So, this is what worked:

- name: Modify Visual Studio 2022
  if: matrix.toolConfig.vs2022addMod != ''
  shell: pwsh
  run: |
    $component = "${{matrix.toolConfig.vs2022addMod}}"
    Write-Host "Adding:" $component

    Start-Process -FilePath "C:\Program Files (x86)\Microsoft Visual Studio\Installer\vs_installer.exe" -ArgumentList "modify","--add",$component,"--installPath","`"C:\Program Files\Microsoft Visual Studio\2022\Enterprise`"","--passive","--includeRecommended","--norestart","--noUpdateInstaller" -Wait

    Start-Process -FilePath "C:\Program Files (x86)\Microsoft Visual Studio\Installer\vs_installer.exe" -ArgumentList "export","--config","info-post.txt","--installPath","`"C:\Program Files\Microsoft Visual Studio\2022\Enterprise`"","--passive","--noUpdateInstaller" -Wait
    Write-Host "VS2022 Components after modification:"
    Write-Host (gc info-post.txt)

    Write-Host "Added:"
    Write-Host (gc info-post.txt | Select-String $component)

How To: Visual Studio 2013 on Github Actions Runner

This leaves with the build with the oldest still supported tool chain: v120 aka Visual Studio 2013, and this one is a real pain! I cannot blame most people, as this is an over 10 year old software. I would not want to give support to something like that. But, with this NuGet package, I sort of do.

The current Visual Studio does not support this tool chain. So, I actually need to have Visual Studio 2013. Ask the Internet what to do, and it will tell you to install Visual Studio 2013, e.g. the free “Expression” Edition, via Chocolatey. I tried, and it failed with the most cryptic error message ever:

“Exit code indicates the following: Generic MSI Error. This is a local environment error, not an issue with a package or the MSI itself […]” bla bla bla.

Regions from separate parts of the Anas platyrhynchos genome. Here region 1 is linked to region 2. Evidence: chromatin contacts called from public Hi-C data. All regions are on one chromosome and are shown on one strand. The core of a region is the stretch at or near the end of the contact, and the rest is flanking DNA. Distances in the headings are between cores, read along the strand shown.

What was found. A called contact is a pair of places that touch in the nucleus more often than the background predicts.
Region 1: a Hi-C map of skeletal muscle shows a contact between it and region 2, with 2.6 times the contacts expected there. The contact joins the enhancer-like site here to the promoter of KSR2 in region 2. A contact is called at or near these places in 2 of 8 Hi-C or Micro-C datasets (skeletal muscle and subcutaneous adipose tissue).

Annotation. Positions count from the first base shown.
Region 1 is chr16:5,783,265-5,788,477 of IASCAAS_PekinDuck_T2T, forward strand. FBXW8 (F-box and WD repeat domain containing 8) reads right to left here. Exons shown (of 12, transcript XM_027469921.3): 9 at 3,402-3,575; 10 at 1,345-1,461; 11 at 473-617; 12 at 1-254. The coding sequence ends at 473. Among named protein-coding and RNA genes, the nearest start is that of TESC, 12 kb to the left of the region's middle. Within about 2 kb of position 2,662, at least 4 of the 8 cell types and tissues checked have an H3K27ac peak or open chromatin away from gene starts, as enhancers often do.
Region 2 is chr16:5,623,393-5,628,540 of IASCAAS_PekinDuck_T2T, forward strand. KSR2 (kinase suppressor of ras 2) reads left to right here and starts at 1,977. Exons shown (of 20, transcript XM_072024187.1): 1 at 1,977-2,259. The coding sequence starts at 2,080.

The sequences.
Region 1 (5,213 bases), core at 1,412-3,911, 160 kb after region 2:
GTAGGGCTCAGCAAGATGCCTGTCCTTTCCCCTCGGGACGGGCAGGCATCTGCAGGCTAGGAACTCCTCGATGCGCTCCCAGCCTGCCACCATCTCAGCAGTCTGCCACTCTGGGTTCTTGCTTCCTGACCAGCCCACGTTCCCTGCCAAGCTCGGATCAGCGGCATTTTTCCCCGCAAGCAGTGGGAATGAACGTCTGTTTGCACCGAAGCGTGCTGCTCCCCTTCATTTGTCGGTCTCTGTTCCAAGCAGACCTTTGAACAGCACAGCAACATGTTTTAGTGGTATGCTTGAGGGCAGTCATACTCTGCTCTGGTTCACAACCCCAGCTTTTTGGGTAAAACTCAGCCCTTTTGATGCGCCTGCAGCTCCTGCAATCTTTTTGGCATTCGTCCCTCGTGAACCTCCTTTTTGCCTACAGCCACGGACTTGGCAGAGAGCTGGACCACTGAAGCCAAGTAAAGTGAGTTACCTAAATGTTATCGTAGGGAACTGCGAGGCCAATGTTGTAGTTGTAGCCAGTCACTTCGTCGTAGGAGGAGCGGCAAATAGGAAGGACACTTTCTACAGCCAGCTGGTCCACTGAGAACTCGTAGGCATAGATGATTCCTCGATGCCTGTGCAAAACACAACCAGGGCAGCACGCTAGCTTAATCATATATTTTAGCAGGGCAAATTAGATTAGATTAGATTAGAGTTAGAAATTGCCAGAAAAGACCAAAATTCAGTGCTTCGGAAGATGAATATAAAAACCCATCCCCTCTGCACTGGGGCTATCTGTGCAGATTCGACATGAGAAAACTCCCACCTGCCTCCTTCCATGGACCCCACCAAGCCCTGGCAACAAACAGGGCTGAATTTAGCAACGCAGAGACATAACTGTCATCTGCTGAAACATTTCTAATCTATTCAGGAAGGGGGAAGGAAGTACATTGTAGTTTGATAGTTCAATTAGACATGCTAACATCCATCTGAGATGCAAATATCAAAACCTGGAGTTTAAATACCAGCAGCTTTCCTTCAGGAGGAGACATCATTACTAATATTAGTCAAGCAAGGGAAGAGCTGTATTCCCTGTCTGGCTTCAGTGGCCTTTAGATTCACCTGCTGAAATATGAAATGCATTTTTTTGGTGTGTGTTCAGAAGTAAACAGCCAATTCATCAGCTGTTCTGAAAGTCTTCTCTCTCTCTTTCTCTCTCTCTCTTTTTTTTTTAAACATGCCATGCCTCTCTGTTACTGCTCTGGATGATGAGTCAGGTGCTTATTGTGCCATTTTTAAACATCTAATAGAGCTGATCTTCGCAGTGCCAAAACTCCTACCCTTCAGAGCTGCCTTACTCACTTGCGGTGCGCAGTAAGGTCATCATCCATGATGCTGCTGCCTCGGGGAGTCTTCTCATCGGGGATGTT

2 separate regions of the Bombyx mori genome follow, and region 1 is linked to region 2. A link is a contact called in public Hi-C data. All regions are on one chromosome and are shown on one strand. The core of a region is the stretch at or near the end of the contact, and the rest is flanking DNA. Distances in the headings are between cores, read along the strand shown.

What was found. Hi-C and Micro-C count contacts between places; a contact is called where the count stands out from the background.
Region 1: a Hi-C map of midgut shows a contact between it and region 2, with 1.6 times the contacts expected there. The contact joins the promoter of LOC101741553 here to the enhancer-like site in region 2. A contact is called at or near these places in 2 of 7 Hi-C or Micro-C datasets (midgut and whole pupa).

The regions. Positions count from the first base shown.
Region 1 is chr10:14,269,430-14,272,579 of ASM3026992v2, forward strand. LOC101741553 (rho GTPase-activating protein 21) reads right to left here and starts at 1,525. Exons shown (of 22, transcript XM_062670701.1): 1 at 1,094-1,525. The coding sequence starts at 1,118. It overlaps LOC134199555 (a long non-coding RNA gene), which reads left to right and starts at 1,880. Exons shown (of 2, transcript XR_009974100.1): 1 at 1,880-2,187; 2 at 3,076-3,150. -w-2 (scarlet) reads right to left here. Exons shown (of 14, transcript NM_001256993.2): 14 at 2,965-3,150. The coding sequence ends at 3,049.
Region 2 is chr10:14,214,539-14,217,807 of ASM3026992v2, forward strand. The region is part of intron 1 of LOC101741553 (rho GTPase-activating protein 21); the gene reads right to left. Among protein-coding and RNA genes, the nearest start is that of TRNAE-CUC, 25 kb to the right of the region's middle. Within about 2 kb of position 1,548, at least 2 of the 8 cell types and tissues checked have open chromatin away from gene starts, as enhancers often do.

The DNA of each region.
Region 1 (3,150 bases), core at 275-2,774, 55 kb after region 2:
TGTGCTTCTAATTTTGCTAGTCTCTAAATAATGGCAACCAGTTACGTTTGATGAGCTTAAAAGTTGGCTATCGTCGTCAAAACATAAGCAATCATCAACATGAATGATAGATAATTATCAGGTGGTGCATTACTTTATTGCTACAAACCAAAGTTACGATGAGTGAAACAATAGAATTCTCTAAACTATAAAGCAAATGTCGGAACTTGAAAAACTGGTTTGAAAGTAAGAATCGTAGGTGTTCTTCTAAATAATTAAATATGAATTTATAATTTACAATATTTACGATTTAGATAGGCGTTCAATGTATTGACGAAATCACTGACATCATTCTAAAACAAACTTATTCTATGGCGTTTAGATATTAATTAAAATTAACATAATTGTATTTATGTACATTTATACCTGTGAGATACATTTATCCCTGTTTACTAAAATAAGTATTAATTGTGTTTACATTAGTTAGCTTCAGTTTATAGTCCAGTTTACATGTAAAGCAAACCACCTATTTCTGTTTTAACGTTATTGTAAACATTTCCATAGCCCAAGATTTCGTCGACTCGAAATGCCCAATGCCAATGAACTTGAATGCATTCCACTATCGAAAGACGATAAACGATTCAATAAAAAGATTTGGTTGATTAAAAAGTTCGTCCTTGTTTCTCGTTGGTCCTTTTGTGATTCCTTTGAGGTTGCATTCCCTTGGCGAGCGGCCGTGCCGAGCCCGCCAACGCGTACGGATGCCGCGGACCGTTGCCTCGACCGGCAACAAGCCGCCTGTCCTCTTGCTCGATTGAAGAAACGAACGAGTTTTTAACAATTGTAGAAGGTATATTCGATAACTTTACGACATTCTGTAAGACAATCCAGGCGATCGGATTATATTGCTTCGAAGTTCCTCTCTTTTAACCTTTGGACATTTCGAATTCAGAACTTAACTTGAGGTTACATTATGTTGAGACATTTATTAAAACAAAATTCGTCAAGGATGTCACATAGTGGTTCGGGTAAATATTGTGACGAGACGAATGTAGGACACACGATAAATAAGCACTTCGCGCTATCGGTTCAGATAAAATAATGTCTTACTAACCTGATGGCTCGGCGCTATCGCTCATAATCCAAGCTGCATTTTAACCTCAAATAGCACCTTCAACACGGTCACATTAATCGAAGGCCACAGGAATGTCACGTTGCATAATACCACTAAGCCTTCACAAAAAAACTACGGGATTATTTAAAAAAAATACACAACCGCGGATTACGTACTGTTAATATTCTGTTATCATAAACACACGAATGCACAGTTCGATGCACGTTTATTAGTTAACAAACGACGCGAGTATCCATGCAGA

It gives a lot of wrong hints to what to do. The actual reason is quite different: The package actually only downloads the bootstrap installer of Visual Studio, around 1.2 MB. The rest of it would have been downloaded during installation on demand. And there is the issue. Microsoft removed those old download sources, as they were vulnerable because they were signed with SHA-1 hashes. And with that all Chocolatey packages are now broken. … I might be wrong, but the effects and the sparse info I carved out of the log files really look like that.

Meaning, I need a full Visual Studio 2013. At this time, it is officially available through Microsoft’s download website my.visualstudio.com. After logging in and clicking through a dynamic website, that is. For my automation purposes not acceptable. So, I rehost the DVD iso on my OneDrive. I’d say it ok, but not ideal. And now, I need to install the full Visual Studio 2013 then. Sounds expensive. Sounds painful. Sounds slow. Sounds like a job for Docker. … Well, yes, but sadly, I would need a Windows docker image, which would need a Windows Docker host, and that seems not supported on Github, yet. So, yes, I need to install Visual Studio 2013 on the runner.